Creative Nonfiction with Sophfronia Scott
You have some thoughts on your mind. They could become an essay. You can probably tell someone all about it because, after all, these are your opinions/memories/reflections/concerns. The only thing you can’t do? Write it. You just don’t know how to begin.
You start here: Author and instructor Sophfronia Scott will provide gentle guidance to help you transfer thoughts to the page and then shape them into a form you can continue to work with. You’ll discover your unique voice, develop an understanding of the building blocks of good essay writing, and take away craft elements you can use to write with more precision. You’ll also have the confidence to repeat the process with future ideas because, and this is the best of all, you’ll keep writing.
The class will read and discuss published essays and use writing prompts to generate material and practice craft techniques. Students will also submit writing in advance that will be workshopped during the week.
There will be essays to read in advance of the class, provided via email.
Writing tools—computer, tablet, paper and pen, whatever participants feel most comfortable using.
This class is for writers interested in writing nonfiction in the form of essay. These can be opinion pieces, memoir, journalistic, etc.
About the Instructor
Sophfronia Scott is a novelist, essayist, and leading contemplative thinker whose work has received a 2020 Artist Fellowship Grant from the Connecticut Office of the Arts. Her book The Seeker and the Monk: Everyday Conversations with Thomas Merton won the 2021 Thomas Merton “Louie” Award from the International Thomas Merton Society. She holds a BA in English from Harvard and an MFA in writing from Vermont College of Fine Arts. Sophfronia began her career as an award-winning magazine journalist for Time, where she co-authored the groundbreaking cover story “Twentysomething,” the first study identifying the demographic group known as Generation X, and People. When her first novel, All I Need to Get By, was published by St. Martin’s Press in 2004, Sophfronia was nominated for best new author at the African American Literary Awards and hailed by Professor Henry Louis Gates, Jr. as “potentially one of the best writers of her generation.”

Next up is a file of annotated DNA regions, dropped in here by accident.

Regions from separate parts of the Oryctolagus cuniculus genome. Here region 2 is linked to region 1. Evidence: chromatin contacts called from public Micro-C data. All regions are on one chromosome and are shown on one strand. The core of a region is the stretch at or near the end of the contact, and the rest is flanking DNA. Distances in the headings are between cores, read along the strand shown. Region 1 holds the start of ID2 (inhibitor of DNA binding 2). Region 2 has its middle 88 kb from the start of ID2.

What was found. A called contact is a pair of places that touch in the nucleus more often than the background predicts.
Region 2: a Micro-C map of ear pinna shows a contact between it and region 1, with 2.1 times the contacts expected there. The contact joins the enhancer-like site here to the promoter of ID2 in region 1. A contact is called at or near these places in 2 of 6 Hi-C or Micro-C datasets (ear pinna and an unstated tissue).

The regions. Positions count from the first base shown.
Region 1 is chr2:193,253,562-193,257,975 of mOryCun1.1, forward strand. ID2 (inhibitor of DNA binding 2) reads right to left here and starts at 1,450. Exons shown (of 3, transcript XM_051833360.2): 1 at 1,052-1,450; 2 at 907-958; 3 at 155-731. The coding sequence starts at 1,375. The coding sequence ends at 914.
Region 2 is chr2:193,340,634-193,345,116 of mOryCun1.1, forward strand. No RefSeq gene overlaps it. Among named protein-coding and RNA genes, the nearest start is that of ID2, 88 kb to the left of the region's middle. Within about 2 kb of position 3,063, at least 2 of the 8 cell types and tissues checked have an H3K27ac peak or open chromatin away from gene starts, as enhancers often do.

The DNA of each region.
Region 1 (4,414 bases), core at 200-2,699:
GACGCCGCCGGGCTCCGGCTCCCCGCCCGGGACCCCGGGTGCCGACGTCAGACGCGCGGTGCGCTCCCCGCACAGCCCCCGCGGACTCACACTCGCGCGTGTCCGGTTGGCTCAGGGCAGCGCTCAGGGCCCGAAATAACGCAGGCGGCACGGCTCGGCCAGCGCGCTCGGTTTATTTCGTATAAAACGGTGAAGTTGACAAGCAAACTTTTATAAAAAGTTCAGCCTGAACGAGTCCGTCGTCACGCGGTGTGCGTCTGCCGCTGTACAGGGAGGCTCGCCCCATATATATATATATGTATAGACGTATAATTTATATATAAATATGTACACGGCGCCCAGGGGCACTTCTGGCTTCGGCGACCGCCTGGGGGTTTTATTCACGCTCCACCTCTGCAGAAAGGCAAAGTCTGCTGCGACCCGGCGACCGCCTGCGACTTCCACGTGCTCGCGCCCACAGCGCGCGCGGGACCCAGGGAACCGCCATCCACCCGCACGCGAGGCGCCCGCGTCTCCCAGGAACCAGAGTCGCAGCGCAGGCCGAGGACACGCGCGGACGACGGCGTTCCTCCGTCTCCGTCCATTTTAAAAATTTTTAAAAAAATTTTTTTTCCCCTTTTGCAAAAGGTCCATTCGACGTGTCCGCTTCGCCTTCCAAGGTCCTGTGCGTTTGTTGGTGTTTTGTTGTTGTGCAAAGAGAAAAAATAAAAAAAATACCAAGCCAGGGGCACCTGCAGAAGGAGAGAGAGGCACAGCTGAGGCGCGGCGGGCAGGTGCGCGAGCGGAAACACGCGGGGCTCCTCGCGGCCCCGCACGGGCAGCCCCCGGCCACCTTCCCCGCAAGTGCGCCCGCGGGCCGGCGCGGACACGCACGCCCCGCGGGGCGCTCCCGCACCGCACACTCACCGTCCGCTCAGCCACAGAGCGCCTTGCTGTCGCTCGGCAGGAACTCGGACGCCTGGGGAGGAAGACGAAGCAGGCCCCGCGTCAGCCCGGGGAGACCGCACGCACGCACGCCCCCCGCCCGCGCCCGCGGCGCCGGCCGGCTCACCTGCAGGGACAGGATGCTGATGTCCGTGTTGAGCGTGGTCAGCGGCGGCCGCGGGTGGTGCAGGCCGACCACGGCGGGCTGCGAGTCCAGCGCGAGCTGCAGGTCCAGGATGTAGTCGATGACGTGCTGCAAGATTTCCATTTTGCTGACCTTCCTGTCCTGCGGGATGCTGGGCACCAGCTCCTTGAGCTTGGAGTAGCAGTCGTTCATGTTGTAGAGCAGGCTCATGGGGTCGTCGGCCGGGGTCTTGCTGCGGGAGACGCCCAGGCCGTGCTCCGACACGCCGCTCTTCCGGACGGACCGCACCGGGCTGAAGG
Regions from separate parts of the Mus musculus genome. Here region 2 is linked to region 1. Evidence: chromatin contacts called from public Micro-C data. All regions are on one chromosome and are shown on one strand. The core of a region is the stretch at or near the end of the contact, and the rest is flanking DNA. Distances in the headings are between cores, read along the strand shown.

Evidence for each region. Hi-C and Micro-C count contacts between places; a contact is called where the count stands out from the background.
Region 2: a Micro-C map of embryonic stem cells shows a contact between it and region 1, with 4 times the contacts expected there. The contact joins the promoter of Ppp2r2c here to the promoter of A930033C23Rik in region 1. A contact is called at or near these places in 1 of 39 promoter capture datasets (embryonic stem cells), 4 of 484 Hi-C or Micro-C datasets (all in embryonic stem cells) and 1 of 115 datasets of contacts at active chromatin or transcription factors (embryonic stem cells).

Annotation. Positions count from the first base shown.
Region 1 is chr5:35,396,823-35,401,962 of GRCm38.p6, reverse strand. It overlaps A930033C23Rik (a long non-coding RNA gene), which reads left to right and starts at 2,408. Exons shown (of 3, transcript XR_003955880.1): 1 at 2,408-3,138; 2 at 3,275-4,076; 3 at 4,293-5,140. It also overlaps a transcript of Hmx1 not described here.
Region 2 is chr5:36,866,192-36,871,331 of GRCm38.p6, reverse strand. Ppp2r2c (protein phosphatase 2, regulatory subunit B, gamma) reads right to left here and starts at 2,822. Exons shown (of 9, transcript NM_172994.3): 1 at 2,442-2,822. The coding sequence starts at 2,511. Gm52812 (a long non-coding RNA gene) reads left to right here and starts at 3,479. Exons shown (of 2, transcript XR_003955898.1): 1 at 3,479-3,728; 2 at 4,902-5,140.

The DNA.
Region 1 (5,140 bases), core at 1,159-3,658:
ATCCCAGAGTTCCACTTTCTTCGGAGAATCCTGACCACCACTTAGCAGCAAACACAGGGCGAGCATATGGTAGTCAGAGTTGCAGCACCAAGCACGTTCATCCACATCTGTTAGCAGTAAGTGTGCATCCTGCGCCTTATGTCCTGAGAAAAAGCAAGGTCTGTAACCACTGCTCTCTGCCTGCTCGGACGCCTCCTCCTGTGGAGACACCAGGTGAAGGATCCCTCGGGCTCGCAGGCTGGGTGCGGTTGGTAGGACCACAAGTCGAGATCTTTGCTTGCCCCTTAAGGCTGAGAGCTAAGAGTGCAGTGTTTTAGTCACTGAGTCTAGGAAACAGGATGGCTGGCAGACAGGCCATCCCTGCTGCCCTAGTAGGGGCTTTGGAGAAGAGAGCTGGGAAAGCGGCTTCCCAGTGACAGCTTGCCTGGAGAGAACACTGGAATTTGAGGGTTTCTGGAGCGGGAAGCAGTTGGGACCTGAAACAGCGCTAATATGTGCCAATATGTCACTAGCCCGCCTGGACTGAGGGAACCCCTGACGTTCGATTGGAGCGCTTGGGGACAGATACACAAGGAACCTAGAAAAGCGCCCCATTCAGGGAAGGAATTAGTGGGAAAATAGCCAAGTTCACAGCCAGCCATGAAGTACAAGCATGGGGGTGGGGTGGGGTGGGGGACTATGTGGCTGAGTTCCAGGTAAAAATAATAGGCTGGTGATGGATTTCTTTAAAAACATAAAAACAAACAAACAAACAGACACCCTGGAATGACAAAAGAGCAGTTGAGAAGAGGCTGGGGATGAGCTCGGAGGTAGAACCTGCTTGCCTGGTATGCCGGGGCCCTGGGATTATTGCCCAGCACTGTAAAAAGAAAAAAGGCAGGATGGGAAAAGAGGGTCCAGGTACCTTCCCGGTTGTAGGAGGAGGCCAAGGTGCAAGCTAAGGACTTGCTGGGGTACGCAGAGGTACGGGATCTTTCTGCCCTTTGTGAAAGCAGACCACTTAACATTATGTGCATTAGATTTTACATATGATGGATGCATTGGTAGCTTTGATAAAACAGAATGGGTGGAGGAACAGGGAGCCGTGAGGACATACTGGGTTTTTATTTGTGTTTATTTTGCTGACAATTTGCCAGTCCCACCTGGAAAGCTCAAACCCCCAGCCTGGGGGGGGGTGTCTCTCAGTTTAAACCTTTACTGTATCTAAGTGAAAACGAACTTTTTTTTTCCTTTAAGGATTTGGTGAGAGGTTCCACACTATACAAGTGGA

Her latest book is Wild, Beautiful, and Free, a historical novel set during the Civil War. Sophfronia’s other books include Unforgivable Love, Love’s Long Line, Doing Business By the Book, and This Child of Faith: Raising a Spiritual Child in a Secular World, co-written with her son Tain. Her essays, short stories, and articles have appeared in numerous publications including Yankee Magazine, the Christian Century,North American Review, NewYorkTimes.com, and O, The Oprah Magazine. Her essays “Hope On Any Given Day,” “The Legs On Which I Move,” and “Why I Didn’t Go to the Firehouse” are listed among the Notables in the Best American Essays series.
Sophfronia has taught at Regis University’s Mile High MFA and Bay Path University’s MFA in Creative Nonfiction. She is currently the director of Alma College’s MFA in creative writing, a low-residency graduate program based in Alma, Michigan.